Investing in the stock market can be intimidating, but it's one of the best ways to build wealth and create a robust retirement fund.

However, investing properly can be tricky. In fact, when given a short investing quiz, roughly two-thirds of Americans answered most questions incorrectly, according to a report from the Financial Industry Regulatory Authority (FINRA).

If you're already investing in the stock market, that's a great start. But you must avoid these common investing mistakes that can potentially derail your retirement plans.

Older man sitting on a couch pinching the bridge of his nose.

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1. Investing too aggressively

Stocks generally have higher rates of return than bonds. An aggressive investing approach involves allocating the majority of your portfolio toward stocks.

Investing aggressively allows your savings to grow substantially when the stock market is surging, but it can also result in steep losses if the market crashes. That's why it's usually best to invest aggressively when you're younger and still have plenty of time left before retirement. If you're only a few years away from retirement and the vast majority of your portfolio is allocated toward stocks, a market downturn could devastate your retirement plans because your investments won't have much time to recover.

2. Investing too conservatively

If you're concerned about a market downturn wiping out your savings, you may be tempted to allocate the majority of your portfolio toward bonds to limit your risk. While this can be a wise move if you're close to retirement, it could potentially be dangerous if you're younger.

On average, bonds have a rate of return of around 5% to 6% per year, compared to around 10% per year for stocks. Although stocks are riskier in the short term, they also make saving a significant amount for retirement easier. If you're investing primarily in bonds, you'll have to contribute much more per month to reach your savings goals.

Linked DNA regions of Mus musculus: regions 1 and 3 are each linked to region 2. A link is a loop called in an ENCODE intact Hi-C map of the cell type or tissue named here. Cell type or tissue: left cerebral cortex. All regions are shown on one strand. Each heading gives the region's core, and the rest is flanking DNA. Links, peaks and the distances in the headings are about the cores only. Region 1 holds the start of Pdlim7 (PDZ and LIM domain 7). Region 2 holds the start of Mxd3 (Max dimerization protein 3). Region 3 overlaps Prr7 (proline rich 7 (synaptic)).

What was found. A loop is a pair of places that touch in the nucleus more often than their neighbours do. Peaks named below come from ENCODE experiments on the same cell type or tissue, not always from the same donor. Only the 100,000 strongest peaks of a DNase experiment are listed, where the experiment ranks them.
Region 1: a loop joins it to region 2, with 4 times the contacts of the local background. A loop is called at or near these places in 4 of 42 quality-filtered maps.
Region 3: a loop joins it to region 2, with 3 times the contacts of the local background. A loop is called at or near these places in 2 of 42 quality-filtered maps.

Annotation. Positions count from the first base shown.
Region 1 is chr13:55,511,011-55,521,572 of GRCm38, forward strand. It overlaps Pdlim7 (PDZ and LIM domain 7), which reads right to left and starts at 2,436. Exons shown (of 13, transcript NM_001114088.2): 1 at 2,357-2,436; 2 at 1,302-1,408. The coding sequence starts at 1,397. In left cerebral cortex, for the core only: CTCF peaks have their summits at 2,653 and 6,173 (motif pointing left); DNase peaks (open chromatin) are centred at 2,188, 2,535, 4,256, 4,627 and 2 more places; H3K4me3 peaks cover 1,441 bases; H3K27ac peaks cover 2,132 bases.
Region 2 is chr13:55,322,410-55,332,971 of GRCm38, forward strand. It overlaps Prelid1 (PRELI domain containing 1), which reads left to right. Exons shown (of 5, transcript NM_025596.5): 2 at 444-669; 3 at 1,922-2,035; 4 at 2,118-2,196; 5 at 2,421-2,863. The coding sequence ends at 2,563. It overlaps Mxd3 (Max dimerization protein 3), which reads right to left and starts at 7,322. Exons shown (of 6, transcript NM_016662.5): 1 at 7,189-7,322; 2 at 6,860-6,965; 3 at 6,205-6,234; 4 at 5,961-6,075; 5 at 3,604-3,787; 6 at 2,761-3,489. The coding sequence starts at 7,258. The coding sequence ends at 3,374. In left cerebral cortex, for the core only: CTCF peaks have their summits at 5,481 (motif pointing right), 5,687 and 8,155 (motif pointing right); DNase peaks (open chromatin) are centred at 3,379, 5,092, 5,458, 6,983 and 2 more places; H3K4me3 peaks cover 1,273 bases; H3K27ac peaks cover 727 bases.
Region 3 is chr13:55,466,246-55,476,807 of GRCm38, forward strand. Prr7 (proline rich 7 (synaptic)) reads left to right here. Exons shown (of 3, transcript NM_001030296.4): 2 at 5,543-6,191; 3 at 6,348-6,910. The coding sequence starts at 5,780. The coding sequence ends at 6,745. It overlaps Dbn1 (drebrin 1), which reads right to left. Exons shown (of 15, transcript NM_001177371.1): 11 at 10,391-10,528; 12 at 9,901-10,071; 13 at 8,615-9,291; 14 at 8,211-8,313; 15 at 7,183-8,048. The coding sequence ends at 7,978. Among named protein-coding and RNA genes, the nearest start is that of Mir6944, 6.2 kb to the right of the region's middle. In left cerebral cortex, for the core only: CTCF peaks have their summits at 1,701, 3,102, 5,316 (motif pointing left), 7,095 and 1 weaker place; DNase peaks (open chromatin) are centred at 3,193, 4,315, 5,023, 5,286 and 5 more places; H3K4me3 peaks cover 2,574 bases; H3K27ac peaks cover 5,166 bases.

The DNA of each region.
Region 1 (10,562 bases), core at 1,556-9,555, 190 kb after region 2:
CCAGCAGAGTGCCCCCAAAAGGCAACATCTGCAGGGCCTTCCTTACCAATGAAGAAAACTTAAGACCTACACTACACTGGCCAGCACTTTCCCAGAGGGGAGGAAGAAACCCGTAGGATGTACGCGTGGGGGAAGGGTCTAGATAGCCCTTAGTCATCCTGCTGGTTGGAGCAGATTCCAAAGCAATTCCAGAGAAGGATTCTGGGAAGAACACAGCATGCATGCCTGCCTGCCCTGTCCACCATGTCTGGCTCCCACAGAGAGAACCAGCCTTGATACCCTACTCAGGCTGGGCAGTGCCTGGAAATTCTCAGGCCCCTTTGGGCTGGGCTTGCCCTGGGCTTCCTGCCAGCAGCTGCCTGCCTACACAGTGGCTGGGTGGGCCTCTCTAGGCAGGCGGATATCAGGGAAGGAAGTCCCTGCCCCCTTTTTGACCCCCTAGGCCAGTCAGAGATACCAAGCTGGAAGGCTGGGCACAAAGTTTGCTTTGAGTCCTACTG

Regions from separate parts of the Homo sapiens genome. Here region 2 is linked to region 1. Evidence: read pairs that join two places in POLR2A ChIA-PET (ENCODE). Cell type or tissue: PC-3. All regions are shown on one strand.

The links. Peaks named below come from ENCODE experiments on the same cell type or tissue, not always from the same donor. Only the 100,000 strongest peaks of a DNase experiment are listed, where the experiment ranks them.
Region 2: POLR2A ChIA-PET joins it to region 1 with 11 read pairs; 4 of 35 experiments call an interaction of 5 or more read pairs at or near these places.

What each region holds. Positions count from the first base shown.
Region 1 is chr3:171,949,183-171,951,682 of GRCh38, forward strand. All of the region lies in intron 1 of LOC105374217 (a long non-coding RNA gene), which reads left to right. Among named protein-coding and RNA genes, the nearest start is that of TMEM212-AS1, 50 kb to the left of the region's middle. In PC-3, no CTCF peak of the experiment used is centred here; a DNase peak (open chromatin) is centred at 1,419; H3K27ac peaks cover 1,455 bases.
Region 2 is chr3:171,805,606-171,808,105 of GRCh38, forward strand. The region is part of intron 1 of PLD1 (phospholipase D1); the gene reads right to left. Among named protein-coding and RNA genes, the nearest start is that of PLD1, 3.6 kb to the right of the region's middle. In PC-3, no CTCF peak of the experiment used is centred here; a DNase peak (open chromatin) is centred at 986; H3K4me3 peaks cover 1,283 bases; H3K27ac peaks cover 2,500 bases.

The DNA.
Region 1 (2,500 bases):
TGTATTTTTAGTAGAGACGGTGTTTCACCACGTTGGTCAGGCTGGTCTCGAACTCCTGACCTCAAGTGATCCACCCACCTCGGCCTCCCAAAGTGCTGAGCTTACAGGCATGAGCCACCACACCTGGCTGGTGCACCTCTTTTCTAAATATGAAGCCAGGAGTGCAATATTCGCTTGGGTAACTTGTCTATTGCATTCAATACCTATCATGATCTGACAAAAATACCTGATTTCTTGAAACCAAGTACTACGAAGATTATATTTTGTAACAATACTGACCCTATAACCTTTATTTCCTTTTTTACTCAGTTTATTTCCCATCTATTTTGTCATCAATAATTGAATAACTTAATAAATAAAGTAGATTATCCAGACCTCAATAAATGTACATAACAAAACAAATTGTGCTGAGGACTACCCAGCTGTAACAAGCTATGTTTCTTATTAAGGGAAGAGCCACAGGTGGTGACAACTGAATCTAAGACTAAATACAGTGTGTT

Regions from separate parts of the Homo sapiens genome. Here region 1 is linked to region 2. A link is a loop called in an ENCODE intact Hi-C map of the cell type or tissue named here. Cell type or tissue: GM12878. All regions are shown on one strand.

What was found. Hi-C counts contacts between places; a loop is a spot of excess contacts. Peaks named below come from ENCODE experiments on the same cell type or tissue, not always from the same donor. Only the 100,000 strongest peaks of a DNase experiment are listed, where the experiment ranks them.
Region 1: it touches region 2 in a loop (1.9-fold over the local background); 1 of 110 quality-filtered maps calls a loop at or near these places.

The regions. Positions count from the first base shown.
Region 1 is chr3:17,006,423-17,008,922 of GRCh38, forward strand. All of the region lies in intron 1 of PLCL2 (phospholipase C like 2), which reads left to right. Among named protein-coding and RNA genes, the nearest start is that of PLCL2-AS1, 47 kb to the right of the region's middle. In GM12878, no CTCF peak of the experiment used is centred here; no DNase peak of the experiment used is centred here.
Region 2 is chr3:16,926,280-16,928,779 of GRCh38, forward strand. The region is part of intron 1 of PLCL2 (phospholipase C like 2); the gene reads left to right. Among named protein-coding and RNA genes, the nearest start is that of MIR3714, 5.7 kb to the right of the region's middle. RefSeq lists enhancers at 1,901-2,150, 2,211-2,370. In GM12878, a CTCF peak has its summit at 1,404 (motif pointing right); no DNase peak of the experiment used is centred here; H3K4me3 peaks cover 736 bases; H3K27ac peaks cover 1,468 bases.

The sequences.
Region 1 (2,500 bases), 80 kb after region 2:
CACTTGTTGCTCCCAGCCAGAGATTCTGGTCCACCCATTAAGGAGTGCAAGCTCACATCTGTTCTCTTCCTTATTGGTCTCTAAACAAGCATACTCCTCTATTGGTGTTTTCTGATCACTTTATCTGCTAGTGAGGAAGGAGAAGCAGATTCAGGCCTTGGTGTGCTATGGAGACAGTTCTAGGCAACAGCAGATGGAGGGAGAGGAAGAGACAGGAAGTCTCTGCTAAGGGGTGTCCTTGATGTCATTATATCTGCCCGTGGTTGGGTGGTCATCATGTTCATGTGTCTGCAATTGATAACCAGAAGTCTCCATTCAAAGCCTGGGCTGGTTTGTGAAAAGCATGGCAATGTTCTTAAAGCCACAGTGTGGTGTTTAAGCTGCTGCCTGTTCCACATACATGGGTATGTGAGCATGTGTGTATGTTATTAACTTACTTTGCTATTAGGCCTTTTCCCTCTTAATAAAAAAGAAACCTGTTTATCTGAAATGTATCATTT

How much you should invest in stocks versus bonds depends on a few factors, including your age and risk tolerance. One rule of thumb is to subtract your age from 110 to get the percentage of your portfolio that you should allocate to stocks. For instance, if you're 40 years old, you should aim to invest 70% of your portfolio in stocks and 30% in bonds. This is just a general guideline, though, and you might invest more or less in stocks depending on your tolerance for risk.

3. Not diversifying your portfolio enough

You don't want to put all your eggs in one basket, as the saying goes. If you throw your life savings behind a single stock and that company fails, you stand to lose a lot of money. But if you diversify your portfolio and invest in many different stocks, bonds, or other securities, your money will be much safer.

Exactly how much you diversify will depend on your investing style. If you prefer to invest in individual stocks, aim to put money in at least 10 to 15 different stocks to limit your risk as much as possible. If you want to err on the safer side, invest in index funds or mutual funds  to spread your cash across hundreds or even thousands of different stocks.

Of course, you'll always be subject to some amount of risk when you invest in the stock market. Even if you invest in the safest index funds out there, you could still see your portfolio plummet if the market as a whole takes a turn for the worse. But by diversifying the best you can, you may not be hit quite so hard.

Investing for retirement can be tricky, but understanding the basics can make it easier to build a healthy stash of savings while minimizing your risk. By avoiding these mistakes, you'll give yourself a much better chance of achieving your retirement goals.